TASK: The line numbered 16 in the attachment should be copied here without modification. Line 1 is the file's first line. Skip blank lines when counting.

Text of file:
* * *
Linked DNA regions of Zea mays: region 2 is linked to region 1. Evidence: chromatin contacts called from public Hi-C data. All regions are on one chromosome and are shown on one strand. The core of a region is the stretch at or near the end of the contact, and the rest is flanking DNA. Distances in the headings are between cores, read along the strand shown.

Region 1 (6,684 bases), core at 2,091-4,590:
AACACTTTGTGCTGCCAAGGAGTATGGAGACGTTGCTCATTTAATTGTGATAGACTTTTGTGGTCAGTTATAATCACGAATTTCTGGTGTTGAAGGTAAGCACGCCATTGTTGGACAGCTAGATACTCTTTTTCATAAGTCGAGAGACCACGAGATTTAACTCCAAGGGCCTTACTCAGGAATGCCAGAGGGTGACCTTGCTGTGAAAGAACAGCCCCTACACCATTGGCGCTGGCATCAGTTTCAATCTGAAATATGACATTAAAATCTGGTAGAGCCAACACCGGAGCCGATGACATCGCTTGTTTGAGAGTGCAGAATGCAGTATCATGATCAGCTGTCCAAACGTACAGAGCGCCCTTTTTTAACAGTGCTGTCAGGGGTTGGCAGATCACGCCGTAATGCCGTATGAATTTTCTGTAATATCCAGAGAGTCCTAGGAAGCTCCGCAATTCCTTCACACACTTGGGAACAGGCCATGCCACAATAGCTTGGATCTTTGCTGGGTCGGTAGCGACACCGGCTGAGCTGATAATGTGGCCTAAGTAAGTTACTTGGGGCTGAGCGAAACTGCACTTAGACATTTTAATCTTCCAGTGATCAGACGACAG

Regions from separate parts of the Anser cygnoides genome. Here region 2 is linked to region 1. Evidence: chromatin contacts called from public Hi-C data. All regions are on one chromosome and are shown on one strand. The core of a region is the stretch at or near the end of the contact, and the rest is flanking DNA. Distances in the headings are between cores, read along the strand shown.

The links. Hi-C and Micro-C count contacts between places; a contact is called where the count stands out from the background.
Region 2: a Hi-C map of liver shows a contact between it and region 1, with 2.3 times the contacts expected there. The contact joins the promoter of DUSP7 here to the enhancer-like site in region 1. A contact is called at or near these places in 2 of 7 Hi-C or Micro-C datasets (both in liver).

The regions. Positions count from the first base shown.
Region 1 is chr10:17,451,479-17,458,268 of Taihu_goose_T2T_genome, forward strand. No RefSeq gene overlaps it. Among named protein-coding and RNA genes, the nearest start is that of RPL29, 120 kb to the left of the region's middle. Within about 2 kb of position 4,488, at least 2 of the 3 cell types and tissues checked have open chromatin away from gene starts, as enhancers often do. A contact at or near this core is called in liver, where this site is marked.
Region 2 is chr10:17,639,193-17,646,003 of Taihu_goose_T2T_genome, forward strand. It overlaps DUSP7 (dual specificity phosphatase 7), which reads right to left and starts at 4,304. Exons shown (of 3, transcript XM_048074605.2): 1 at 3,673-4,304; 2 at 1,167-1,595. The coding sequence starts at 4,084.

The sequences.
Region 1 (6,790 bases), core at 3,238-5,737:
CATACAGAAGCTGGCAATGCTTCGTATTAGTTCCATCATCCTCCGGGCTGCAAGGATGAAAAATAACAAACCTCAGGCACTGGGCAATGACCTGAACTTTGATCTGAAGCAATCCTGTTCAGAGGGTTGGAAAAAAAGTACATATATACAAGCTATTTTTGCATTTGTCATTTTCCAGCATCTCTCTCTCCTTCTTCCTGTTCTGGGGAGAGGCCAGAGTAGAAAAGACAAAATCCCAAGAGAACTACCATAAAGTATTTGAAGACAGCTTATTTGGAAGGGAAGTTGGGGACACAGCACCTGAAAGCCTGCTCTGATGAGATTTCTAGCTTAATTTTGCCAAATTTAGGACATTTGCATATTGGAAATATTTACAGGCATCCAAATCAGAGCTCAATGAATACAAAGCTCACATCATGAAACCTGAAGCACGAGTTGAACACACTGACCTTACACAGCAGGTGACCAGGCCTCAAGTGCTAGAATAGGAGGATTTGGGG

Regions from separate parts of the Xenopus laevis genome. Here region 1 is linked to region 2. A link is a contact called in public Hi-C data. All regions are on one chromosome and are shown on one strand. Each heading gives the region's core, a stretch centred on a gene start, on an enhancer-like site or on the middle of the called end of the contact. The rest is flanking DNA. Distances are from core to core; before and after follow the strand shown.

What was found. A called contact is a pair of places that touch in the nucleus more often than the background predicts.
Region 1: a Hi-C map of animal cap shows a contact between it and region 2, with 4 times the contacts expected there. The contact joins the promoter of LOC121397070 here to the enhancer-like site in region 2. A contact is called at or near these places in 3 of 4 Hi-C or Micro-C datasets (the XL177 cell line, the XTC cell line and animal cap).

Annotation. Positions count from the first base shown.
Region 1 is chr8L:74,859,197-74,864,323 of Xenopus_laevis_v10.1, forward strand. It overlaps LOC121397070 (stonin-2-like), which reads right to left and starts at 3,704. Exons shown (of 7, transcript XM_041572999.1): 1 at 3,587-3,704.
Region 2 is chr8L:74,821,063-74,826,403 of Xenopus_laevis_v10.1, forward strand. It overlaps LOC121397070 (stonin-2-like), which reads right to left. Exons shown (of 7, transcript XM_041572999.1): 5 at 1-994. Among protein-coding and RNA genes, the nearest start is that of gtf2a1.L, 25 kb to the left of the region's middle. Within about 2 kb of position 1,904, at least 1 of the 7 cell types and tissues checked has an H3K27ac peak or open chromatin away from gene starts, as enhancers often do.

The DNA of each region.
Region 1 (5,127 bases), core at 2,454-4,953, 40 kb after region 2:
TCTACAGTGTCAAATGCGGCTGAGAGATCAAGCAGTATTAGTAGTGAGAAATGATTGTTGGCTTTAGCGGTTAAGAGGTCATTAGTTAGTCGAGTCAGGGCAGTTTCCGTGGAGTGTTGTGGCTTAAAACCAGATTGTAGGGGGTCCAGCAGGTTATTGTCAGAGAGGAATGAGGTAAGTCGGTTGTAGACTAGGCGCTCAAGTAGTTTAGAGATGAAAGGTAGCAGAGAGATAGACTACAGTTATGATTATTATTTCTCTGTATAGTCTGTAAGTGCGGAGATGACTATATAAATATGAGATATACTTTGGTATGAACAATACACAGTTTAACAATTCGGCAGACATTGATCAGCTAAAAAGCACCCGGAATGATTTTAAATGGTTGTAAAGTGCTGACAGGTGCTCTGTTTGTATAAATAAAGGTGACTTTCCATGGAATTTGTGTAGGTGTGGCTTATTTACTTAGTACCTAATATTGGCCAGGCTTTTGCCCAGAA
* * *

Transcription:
Annotation. Positions count from the first base shown.